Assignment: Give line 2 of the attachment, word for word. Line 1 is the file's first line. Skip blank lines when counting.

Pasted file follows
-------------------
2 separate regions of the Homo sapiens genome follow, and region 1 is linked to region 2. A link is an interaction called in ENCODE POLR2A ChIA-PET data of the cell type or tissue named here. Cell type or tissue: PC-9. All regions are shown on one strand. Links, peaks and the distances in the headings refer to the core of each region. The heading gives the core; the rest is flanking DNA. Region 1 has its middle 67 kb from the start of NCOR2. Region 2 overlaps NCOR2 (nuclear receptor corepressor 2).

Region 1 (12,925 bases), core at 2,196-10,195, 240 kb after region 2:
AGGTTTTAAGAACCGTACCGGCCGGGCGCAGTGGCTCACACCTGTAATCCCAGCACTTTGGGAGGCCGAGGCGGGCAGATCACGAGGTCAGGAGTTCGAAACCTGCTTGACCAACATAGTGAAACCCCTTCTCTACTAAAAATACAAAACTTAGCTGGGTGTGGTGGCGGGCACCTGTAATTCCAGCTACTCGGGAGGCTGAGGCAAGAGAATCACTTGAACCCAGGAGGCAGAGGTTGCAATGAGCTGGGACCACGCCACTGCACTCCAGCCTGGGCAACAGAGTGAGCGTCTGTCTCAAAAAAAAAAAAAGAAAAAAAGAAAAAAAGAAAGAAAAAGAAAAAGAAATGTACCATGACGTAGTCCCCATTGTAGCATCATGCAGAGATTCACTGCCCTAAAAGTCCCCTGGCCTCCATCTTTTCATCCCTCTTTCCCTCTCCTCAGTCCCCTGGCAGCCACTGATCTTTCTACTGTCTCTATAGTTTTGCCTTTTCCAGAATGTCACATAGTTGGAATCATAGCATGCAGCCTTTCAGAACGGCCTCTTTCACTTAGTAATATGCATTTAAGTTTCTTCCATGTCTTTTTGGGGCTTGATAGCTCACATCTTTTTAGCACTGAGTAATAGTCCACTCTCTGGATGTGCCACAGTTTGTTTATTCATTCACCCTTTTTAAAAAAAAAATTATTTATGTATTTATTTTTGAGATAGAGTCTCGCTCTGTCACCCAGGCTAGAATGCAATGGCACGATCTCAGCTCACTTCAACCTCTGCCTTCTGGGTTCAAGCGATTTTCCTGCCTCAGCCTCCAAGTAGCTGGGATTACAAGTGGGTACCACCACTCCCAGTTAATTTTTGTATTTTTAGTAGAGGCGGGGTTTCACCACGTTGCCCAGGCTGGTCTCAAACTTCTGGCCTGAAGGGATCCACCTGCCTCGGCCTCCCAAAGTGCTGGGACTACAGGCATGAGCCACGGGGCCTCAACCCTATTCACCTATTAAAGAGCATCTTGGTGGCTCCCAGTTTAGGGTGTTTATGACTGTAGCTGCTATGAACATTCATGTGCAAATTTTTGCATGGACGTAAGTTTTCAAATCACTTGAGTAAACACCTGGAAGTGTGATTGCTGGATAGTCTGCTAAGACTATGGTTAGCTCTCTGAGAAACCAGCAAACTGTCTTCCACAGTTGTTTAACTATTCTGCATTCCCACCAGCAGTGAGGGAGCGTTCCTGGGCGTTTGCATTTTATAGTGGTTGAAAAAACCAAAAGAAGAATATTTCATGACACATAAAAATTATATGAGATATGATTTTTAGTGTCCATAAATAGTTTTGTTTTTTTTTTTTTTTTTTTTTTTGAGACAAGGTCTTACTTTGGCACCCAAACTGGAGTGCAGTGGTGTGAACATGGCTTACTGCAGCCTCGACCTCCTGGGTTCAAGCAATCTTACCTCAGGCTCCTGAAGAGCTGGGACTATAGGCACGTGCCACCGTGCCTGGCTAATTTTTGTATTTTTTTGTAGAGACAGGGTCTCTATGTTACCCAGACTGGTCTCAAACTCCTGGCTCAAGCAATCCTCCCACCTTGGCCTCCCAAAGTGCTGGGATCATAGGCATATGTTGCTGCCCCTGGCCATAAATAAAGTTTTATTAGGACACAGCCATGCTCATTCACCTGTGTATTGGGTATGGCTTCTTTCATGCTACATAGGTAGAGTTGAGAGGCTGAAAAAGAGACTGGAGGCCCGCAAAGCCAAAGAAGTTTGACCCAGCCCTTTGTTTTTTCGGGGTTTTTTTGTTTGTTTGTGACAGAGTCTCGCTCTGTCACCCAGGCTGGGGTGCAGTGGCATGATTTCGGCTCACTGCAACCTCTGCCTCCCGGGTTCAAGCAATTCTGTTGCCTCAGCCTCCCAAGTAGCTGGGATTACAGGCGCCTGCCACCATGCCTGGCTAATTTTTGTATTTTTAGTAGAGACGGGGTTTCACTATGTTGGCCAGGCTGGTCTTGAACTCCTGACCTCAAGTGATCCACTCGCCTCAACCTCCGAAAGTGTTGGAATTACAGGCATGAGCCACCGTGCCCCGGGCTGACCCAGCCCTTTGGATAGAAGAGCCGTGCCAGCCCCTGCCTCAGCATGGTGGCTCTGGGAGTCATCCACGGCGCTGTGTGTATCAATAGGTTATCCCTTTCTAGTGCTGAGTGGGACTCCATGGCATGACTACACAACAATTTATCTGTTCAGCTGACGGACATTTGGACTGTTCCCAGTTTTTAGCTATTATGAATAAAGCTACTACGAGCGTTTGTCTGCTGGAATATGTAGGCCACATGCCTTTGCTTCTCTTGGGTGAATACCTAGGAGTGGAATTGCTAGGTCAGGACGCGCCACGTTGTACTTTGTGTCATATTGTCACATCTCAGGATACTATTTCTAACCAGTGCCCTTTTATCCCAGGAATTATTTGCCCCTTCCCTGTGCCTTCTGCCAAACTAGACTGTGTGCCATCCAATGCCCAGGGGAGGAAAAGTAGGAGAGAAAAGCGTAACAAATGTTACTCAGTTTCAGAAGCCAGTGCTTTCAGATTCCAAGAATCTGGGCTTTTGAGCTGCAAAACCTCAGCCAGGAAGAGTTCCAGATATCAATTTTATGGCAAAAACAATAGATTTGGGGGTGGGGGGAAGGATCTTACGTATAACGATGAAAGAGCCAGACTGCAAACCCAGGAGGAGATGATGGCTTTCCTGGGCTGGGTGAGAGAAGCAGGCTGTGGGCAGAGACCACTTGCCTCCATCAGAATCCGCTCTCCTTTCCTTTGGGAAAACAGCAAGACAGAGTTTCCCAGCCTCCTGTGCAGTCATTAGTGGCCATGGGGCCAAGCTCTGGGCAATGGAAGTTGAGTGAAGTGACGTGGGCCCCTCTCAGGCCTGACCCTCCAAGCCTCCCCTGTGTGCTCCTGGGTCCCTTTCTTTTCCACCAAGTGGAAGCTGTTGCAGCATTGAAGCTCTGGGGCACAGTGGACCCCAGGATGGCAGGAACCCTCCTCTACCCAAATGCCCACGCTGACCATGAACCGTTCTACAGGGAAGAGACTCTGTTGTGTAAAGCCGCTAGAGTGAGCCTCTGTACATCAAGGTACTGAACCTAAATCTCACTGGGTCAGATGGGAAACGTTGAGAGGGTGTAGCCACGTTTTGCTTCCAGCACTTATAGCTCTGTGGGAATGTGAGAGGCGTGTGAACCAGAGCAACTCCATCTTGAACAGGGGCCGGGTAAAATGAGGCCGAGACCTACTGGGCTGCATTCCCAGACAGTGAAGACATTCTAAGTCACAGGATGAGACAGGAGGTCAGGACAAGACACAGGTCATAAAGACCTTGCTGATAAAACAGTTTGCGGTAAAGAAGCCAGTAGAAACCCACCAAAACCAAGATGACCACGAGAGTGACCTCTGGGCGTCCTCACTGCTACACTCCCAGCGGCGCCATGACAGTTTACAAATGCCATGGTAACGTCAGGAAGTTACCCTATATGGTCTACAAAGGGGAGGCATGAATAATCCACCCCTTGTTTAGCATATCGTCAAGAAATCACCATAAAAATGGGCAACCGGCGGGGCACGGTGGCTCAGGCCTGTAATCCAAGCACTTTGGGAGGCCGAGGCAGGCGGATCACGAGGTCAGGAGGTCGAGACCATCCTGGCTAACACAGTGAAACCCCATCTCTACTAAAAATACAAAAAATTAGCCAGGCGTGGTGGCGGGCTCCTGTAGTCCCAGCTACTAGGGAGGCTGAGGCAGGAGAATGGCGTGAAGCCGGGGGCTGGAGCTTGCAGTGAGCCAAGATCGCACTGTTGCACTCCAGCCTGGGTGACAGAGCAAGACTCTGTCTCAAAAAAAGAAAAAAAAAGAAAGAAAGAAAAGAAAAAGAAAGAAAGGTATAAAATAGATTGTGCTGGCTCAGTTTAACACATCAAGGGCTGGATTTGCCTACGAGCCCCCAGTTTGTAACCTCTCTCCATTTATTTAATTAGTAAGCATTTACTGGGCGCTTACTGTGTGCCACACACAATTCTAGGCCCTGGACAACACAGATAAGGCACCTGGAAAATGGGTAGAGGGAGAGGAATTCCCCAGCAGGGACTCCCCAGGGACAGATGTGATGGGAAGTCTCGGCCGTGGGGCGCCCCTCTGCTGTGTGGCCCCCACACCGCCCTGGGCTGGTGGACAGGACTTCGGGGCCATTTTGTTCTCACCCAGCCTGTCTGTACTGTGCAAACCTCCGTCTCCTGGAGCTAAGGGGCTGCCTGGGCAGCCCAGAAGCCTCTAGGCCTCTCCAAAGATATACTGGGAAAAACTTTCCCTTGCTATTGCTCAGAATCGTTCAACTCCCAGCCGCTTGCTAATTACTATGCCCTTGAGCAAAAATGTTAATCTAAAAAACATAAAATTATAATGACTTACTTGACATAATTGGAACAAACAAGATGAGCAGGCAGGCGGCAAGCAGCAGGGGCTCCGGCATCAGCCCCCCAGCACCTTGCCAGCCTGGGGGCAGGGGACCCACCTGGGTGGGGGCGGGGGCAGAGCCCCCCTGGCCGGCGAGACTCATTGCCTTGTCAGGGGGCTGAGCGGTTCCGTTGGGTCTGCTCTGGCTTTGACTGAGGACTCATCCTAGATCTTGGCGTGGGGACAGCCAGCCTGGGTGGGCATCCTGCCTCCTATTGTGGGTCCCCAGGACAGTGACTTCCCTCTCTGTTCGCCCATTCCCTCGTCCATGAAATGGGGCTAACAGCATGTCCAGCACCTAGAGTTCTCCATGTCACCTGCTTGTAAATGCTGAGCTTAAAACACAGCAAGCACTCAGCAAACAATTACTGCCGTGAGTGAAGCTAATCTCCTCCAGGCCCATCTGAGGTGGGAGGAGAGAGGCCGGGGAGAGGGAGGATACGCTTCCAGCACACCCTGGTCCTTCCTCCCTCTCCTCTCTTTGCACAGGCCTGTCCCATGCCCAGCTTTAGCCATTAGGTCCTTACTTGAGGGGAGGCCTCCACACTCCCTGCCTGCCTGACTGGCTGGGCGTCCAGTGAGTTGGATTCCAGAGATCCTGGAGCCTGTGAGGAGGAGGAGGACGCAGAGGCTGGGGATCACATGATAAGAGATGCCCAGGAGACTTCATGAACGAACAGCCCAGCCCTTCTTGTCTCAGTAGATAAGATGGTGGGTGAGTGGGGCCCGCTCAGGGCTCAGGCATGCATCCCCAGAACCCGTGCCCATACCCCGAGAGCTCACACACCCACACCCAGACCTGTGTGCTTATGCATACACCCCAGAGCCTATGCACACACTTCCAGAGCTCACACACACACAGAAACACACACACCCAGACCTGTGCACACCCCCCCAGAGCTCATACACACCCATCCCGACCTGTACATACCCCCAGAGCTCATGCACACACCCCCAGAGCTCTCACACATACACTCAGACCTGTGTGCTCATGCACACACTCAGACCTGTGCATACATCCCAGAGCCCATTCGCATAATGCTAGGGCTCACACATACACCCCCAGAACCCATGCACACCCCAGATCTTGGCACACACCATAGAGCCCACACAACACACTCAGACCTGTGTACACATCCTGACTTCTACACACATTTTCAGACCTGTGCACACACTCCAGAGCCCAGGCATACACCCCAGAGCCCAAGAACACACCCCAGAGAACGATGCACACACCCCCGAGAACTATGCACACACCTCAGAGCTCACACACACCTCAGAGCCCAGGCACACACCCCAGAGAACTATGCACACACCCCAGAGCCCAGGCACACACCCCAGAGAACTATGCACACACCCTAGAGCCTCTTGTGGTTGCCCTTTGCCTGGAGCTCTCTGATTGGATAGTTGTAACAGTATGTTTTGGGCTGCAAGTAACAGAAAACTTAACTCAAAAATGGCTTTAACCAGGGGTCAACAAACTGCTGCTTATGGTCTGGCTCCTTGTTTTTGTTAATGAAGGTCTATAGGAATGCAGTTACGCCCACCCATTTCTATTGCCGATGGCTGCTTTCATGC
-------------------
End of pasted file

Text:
Region 1 (12,925 bases), core at 2,196-10,195, 240 kb after region 2: